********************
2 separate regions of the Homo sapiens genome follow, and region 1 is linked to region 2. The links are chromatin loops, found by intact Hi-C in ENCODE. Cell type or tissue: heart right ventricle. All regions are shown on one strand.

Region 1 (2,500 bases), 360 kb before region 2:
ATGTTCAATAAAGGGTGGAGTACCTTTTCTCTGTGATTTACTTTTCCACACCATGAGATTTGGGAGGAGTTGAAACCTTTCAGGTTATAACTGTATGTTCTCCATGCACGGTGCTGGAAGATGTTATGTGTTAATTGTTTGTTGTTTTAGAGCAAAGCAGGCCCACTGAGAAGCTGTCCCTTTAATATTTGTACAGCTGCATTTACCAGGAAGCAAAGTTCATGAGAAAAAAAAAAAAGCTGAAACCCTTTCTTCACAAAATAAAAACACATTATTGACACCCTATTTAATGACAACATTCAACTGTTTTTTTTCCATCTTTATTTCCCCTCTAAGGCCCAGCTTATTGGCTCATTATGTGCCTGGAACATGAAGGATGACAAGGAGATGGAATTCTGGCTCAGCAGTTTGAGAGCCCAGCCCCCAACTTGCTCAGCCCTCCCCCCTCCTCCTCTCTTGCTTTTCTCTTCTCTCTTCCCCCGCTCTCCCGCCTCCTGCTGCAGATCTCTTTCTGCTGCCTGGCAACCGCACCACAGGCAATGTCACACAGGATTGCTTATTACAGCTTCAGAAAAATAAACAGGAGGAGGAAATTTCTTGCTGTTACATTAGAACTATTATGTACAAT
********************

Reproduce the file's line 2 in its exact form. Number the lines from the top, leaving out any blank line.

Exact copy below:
Region 1 (2,500 bases), 360 kb before region 2: